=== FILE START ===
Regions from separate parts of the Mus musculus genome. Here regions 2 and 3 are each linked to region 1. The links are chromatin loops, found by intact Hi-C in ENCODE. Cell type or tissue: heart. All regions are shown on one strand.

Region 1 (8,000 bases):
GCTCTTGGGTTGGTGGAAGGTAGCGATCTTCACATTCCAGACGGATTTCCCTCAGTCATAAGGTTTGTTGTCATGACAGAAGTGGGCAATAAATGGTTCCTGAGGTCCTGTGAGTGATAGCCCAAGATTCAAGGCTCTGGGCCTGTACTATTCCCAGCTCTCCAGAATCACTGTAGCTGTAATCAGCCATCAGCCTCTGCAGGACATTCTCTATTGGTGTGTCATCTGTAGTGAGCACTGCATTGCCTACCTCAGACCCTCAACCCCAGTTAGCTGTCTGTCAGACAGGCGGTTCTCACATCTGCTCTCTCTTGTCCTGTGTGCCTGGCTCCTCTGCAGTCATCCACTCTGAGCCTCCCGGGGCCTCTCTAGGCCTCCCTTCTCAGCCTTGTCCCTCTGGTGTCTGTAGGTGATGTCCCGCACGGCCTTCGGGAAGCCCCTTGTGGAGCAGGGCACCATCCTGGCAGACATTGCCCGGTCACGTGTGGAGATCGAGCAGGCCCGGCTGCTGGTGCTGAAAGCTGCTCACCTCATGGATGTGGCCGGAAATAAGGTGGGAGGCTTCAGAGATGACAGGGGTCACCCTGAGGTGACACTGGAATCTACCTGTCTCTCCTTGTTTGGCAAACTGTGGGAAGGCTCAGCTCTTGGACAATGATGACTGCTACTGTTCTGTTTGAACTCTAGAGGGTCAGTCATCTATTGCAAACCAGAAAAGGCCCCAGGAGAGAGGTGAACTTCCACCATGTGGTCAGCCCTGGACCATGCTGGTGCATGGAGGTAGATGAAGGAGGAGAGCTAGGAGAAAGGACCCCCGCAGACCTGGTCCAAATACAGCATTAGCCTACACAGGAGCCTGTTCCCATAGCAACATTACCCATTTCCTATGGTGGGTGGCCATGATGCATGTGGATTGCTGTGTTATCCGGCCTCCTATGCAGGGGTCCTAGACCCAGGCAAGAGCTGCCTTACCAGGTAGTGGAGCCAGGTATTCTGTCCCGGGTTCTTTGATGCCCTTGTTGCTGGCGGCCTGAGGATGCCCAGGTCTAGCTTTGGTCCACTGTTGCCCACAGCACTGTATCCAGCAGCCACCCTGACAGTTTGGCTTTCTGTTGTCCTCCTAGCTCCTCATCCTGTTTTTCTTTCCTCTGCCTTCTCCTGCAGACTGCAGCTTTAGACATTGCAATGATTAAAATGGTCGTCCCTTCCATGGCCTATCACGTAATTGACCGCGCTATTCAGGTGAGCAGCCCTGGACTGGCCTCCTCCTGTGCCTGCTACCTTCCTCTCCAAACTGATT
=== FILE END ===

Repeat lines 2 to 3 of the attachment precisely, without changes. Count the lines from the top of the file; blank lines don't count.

Region 1 (8,000 bases):
GCTCTTGGGTTGGTGGAAGGTAGCGATCTTCACATTCCAGACGGATTTCCCTCAGTCATAAGGTTTGTTGTCATGACAGAAGTGGGCAATAAATGGTTCCTGAGGTCCTGTGAGTGATAGCCCAAGATTCAAGGCTCTGGGCCTGTACTATTCCCAGCTCTCCAGAATCACTGTAGCTGTAATCAGCCATCAGCCTCTGCAGGACATTCTCTATTGGTGTGTCATCTGTAGTGAGCACTGCATTGCCTACCTCAGACCCTCAACCCCAGTTAGCTGTCTGTCAGACAGGCGGTTCTCACATCTGCTCTCTCTTGTCCTGTGTGCCTGGCTCCTCTGCAGTCATCCACTCTGAGCCTCCCGGGGCCTCTCTAGGCCTCCCTTCTCAGCCTTGTCCCTCTGGTGTCTGTAGGTGATGTCCCGCACGGCCTTCGGGAAGCCCCTTGTGGAGCAGGGCACCATCCTGGCAGACATTGCCCGGTCACGTGTGGAGATCGAGCAGGCCCGGCTGCTGGTGCTGAAAGCTGCTCACCTCATGGATGTGGCCGGAAATAAGGTGGGAGGCTTCAGAGATGACAGGGGTCACCCTGAGGTGACACTGGAATCTACCTGTCTCTCCTTGTTTGGCAAACTGTGGGAAGGCTCAGCTCTTGGACAATGATGACTGCTACTGTTCTGTTTGAACTCTAGAGGGTCAGTCATCTATTGCAAACCAGAAAAGGCCCCAGGAGAGAGGTGAACTTCCACCATGTGGTCAGCCCTGGACCATGCTGGTGCATGGAGGTAGATGAAGGAGGAGAGCTAGGAGAAAGGACCCCCGCAGACCTGGTCCAAATACAGCATTAGCCTACACAGGAGCCTGTTCCCATAGCAACATTACCCATTTCCTATGGTGGGTGGCCATGATGCATGTGGATTGCTGTGTTATCCGGCCTCCTATGCAGGGGTCCTAGACCCAGGCAAGAGCTGCCTTACCAGGTAGTGGAGCCAGGTATTCTGTCCCGGGTTCTTTGATGCCCTTGTTGCTGGCGGCCTGAGGATGCCCAGGTCTAGCTTTGGTCCACTGTTGCCCACAGCACTGTATCCAGCAGCCACCCTGACAGTTTGGCTTTCTGTTGTCCTCCTAGCTCCTCATCCTGTTTTTCTTTCCTCTGCCTTCTCCTGCAGACTGCAGCTTTAGACATTGCAATGATTAAAATGGTCGTCCCTTCCATGGCCTATCACGTAATTGACCGCGCTATTCAGGTGAGCAGCCCTGGACTGGCCTCCTCCTGTGCCTGCTACCTTCCTCTCCAAACTGATT